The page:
New Mexico’s gubernatorial race is trending blue according to a prominent news outlet that analyzes elections. The Cook Political Report changed its ratings for eight gubernatorial elections Monday, moving New Mexico and four other states toward Democrats, two states closer to Republicans and one away from an independent. New Mexico was moved from a toss up to “Lean D.” According to the outlet’s rating system, “lean” races “are considered competitive races but one party has an advantage” while toss ups “are the most competitive races; either party has a good chance of winning.”
New Mexico is one of two races with current Republican governors where the race is likely to tilt Democratic. New Jersey, with unpopular Gov. Chris Christie leaving, is considered “likely D,” which means it is not currently competitive but could become so at some point. Gov. Susana Martinez is unable to run for a third consecutive term.
A poll by a Republican pollster finds that Democratic candidate Michelle Lujan Grisham leads Steve Pearce in a hypothetical matchup—but also that there are still a large number of undecided voters. The poll, conducted by The Tarrance Group in late May, found that when the two U.S. Representatives are matched up against each other, Lujan Grisham leads Pearce 47 percent to 43 percent with 10 percent undecided. The Tarrance Group lists Pearce as a former client on its website, though the polling memo does not indicate who paid for the poll. Notably, the firm polled for the Republican in 2010, when he successfully ran against Harry Teague to retake the 2nd Congressional District seat. Pearce left the seat in 2008 to run for U.S. Senate.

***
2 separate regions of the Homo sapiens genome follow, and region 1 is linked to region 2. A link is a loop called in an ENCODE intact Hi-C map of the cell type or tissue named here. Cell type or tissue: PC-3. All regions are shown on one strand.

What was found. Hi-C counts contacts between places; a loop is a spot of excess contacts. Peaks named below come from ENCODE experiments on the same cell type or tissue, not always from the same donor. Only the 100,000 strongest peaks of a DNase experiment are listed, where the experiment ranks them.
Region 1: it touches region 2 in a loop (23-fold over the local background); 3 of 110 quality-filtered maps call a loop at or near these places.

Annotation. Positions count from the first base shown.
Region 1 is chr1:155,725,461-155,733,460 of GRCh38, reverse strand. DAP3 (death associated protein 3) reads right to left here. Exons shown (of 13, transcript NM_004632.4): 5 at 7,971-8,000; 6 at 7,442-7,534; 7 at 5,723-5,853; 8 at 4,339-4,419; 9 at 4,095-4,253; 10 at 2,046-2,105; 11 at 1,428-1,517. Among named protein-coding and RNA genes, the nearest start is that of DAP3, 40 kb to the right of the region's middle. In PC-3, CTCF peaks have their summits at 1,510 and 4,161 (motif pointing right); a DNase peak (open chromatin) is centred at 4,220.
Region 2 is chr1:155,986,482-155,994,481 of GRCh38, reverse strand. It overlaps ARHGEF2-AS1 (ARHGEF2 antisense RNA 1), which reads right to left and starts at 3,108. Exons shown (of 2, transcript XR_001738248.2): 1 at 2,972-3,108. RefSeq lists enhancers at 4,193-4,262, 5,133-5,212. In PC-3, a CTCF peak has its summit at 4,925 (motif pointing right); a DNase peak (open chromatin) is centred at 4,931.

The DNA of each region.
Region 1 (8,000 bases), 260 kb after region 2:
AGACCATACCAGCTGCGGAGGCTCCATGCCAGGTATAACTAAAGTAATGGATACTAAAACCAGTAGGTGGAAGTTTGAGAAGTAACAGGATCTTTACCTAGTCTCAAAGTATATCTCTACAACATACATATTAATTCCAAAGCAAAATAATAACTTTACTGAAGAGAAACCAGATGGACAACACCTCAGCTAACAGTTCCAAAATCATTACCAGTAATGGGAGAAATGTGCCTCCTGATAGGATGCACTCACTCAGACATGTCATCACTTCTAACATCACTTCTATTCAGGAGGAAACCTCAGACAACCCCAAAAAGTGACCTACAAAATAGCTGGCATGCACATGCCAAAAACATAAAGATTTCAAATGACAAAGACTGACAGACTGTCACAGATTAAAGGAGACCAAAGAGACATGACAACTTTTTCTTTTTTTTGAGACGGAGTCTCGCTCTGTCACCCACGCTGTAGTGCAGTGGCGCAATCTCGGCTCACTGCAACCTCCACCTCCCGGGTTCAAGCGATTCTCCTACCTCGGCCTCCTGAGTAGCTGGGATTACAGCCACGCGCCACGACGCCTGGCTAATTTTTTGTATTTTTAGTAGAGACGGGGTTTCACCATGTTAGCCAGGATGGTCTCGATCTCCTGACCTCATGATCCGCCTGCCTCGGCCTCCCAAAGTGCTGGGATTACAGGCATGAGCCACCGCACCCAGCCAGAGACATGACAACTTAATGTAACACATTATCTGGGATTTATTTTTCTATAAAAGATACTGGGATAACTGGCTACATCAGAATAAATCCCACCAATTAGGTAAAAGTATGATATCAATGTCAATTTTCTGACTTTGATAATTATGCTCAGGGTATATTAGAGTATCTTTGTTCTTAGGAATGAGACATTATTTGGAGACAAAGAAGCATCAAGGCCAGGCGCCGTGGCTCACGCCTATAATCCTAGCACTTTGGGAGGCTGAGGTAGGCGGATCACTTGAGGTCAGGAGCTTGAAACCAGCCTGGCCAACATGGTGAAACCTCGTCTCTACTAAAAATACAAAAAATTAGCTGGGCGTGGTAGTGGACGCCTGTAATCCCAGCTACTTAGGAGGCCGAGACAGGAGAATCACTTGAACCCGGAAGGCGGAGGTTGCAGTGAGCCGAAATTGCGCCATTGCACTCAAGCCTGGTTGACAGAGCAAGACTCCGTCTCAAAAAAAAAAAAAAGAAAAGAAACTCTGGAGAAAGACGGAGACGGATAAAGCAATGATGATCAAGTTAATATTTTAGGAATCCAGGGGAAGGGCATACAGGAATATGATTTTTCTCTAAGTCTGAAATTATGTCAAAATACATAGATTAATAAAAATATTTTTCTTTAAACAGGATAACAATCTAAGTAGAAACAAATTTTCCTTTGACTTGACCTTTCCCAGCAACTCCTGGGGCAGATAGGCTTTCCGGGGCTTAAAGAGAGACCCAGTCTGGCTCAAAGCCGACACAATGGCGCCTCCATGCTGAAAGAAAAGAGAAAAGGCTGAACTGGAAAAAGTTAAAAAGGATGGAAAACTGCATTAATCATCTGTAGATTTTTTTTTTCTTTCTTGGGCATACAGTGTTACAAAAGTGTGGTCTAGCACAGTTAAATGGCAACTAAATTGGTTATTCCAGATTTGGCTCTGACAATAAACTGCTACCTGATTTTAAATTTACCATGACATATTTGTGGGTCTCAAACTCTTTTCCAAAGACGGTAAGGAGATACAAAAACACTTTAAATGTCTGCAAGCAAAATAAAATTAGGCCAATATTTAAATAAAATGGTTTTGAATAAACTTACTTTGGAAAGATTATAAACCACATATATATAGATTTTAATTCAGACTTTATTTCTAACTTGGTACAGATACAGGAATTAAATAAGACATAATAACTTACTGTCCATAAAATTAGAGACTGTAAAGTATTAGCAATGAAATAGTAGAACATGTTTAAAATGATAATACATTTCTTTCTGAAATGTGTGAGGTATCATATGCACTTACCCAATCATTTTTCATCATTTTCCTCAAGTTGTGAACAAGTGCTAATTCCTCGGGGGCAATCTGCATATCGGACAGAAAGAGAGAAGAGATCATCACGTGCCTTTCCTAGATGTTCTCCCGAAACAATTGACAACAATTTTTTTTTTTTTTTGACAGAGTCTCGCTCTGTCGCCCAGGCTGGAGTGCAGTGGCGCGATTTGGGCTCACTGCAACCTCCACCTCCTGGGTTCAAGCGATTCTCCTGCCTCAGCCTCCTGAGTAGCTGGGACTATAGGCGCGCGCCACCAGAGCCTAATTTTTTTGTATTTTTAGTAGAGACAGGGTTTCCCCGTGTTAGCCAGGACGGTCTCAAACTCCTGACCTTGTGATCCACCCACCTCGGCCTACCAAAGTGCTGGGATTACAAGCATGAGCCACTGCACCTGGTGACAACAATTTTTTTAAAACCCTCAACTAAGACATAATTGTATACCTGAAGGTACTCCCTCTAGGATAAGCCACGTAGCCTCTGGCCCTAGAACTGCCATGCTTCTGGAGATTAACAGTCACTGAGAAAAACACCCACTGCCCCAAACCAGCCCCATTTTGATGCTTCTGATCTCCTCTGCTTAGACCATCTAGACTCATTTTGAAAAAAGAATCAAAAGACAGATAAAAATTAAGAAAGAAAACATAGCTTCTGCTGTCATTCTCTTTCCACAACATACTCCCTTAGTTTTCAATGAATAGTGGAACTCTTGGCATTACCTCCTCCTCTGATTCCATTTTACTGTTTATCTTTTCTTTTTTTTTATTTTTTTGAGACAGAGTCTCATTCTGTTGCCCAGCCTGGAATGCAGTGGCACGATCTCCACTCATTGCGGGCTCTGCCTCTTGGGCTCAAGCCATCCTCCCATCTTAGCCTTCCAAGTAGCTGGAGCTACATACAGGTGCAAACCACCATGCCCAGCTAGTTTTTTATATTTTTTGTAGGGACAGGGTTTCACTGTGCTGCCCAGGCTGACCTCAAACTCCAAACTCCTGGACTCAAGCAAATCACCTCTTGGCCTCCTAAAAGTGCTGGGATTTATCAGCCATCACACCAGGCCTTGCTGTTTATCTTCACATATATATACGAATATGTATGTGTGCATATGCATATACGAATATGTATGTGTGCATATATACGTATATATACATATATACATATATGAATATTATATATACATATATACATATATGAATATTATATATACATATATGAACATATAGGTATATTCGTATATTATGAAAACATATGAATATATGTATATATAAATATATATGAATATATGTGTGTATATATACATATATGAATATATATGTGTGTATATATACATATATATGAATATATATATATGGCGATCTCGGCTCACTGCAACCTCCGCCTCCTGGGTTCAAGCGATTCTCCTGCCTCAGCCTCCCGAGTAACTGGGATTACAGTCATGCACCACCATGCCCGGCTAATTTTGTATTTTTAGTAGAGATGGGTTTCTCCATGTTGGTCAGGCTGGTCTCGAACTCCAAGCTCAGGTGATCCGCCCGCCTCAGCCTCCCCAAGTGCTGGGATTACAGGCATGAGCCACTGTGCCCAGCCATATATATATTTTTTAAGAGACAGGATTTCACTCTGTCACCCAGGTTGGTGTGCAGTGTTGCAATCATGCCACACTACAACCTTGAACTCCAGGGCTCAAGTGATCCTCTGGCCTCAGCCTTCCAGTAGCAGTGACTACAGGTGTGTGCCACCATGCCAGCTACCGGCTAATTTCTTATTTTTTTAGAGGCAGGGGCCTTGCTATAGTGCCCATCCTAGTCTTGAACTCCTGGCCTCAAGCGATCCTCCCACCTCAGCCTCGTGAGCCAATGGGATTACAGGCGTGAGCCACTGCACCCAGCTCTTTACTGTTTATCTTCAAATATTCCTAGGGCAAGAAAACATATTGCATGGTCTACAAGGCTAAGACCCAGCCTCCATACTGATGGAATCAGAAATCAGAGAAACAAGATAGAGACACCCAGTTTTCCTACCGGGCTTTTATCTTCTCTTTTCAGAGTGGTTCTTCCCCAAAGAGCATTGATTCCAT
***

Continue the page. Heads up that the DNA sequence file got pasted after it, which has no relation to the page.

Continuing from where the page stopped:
New Mexico Attorney General Hector Balderas announced Tuesday that he will not run for governor next year, ending months of speculation. Balderas, a Democrat, made the announcement in a statement to media where he highlighted work he has done in his first term as attorney general. “It has been an honor to serve New Mexico and I plan on running for re-election next year in order to continue to fight for our state,” he said. In addition to mentioning prosecuting “more than 100 cases of internet crimes against children and human trafficking” and recovering more than $6 million in Medicaid fraud cases in 2016, Balderas noted his more recent efforts against the Trump administration. “Since the November election, my office has a new responsibility—to stand up for New Mexico against President Trump,” Balderas said.